Unusual Egyptian print. Notice the tiny ankhs and funerary jars. The seller lists the charioteers as Romans, but they are obviously Egyptian with those pleated white skirts. Whoever made this dress went to great lengths to match the print in a chevron design along the skirt--just splendid.
You can bid on it here: http://cgi.ebay.com/Vintage-50s-60s-Novelty-Ethnic-Print-Sun-Dress-S-M_W0QQitemZ200026547975QQihZ010QQcategoryZ48868QQssPageNameZWDVWQQrdZ1QQcmdZViewItem
I have a special place in my heart for anything Egyptian, especially faux Egyptian. Blame it on King Tut. Whenever I see an Egyptian novelty print, my heart beats faster. Now I already own two dresses with an Egyptian theme. The dresses are cut differently, one is caftan-like, the other a mini dress, but the print is quite similar: Charioteers, gods, all in profile like this, but smaller, and rendered in red, turquoise, beige, hunter green and yellow. But this one here, with the black, and what looks like avocado color, is special. (Over the past 6 months, I've become obsessed with anything avocado-colored to the point of trawling the internet looking for old avocado-colored refridgerators and the like from the 70's. But just last night I saw 3 different women carrying avocado-colored purses. Coincidence? Or have we all been primed to like avocado over the past year by the fashion-industrial-design complex?)
Here comes the hard part: I think this beauty is about my size. I haven't really measured myself lately, so I can't be sure. Non-attachment is difficult, and I am not a bodhisattva. I am awash in the beauty of the world but must remember that it is just an illusion.
I question the whole premise of this project. Is my virtual shopping in an attempt to curb my actual shopping akin to a recovering alcoholic hanging out in bars? Is it all just too tempting? When will I crack? Am I cracking already? Is the wearable museum really a noble goal or just an indication of how deeply consumerism has earwormed into my psyche? Now I could make a number of fine speeches about how vintage clothing is in fact recycling
, and how my whole aesthetic is really about fighting the power, and how I don't buy clothing from big box retailers made in union-busting, human-rights-violating maquiladoras
, but in the end I am still locked into a system of self-definition by products bought and consumed. Oy.
Okay, despite all of what I've just written, I can't join the Grey Sweatsuit Revolution. (www.thegreysweatsuitrevolution.com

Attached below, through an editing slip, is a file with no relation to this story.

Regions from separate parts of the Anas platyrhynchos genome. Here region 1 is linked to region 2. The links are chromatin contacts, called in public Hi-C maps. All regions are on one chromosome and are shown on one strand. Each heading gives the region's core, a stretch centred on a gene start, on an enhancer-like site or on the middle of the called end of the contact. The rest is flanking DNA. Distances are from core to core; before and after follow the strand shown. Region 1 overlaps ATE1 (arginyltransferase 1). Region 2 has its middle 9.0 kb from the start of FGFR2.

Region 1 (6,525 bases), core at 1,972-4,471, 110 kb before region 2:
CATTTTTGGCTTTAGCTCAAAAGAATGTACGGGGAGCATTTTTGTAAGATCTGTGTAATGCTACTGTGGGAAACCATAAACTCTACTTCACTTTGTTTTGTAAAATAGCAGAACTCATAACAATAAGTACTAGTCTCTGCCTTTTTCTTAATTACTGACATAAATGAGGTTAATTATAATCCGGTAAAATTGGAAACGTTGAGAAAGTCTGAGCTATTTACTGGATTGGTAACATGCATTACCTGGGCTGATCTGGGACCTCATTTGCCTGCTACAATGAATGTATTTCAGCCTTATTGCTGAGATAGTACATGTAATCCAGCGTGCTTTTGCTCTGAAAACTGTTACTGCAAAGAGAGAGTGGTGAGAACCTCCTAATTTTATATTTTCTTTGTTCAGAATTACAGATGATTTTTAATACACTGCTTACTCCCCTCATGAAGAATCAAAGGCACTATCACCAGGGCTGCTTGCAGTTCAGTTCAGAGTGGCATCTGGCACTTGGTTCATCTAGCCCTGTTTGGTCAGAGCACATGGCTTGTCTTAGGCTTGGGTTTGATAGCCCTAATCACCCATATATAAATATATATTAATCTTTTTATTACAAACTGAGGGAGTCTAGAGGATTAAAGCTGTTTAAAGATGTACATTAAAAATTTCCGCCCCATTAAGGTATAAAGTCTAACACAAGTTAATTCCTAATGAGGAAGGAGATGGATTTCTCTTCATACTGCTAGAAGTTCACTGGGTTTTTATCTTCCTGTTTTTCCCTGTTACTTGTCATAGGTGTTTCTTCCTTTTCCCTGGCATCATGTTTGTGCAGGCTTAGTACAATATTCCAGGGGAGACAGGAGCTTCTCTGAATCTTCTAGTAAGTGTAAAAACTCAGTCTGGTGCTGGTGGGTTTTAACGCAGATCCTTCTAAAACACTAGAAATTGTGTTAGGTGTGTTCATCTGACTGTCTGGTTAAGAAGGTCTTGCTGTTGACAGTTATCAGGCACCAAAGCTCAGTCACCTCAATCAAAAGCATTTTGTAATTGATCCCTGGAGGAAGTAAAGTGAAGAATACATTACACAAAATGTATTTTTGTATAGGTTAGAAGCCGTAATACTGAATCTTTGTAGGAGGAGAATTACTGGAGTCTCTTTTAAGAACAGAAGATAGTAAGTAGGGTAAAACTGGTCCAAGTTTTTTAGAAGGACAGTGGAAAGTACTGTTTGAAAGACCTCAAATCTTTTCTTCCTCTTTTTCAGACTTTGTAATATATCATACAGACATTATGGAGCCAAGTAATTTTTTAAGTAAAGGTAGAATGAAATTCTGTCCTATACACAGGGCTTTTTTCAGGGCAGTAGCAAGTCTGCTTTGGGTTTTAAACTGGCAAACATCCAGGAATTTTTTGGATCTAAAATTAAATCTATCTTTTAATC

) Though I do agree with them. In their manifesto they state: "We cannot simply dress weirder than the mainstream in an attempt dull our sense of complicity with western consumer society. Dissent through conscious differentiation simply feeds the fashion system by providing it with fresh expression to appropriate."
Too true, alas. Also, as they freely admit, you can't really wear a grey sweatsuit to work.
I also cannot join the Little Brown Dress Revolution. (www.littlebrowndress.com
). This is a swell website created by artist and dancer named Alex Martin. I am a bit in awe of Ms. Martin, who made herself a cute little brown dress that resembles a Brownie's uniform, and wore it everyday for a year (July 7, 2005-July 7, 2006). She is now re-purposing all of her old clothes instead of buying new ones. Her sewing talents are impressive. At least to me, since I have no sewing machine and mend all my vintage attire awkwardly by hand. I agree wholeheartedly with her recent blog post about the crafting renaissance: She writes:"If I see one more how-to article that suggests I can join the revolution if I stencil a feminist or anti-imperialist cartoon onto my clutch-purse, throw pillow, or cocktail shaker . . . oh, and it will be only $75 in materials that I can easily find at my nearby corporate-owned craft store(!) . . . grrr.
" Yep, consumerism is a moebius strip, just when you think you are on the outside, you are still inside.
Writing about her brown dress for a year, Ms. Martin also freely admits that it wouldn't have worked if she had a regular office-type job. Ms. Martin works for herself doing website and design stuff and only meets with clients now and then.
So what about the rest of us who have to haul it in to Corporate America to work everyday? And what's with the grey and brown? Dreary!
My Novelty Print Revolution has been fraught from the beginning. The plan was to amass enough novelty prints, preferably in polyester, that I would never have to shop again. The more outlandish the print the better. I would just wear these knee-slappers until they died or I did. The shopping to end all shopping, shopping against shopping, all seemingly counter-revolutionary, I know. And when exactly would I determine that it is done? Then the prices have begun to rise. I wonder who these women are who can afford to plop down hundreds on polyester day dresses printed with say mushrooms and gnomes. I always presumed that people with that sort of wampum aren't into kitsch.
Alas, I am still in Plato's cave. I know that the shadows on the wall are just shadows, but I can't seem to do anything about it.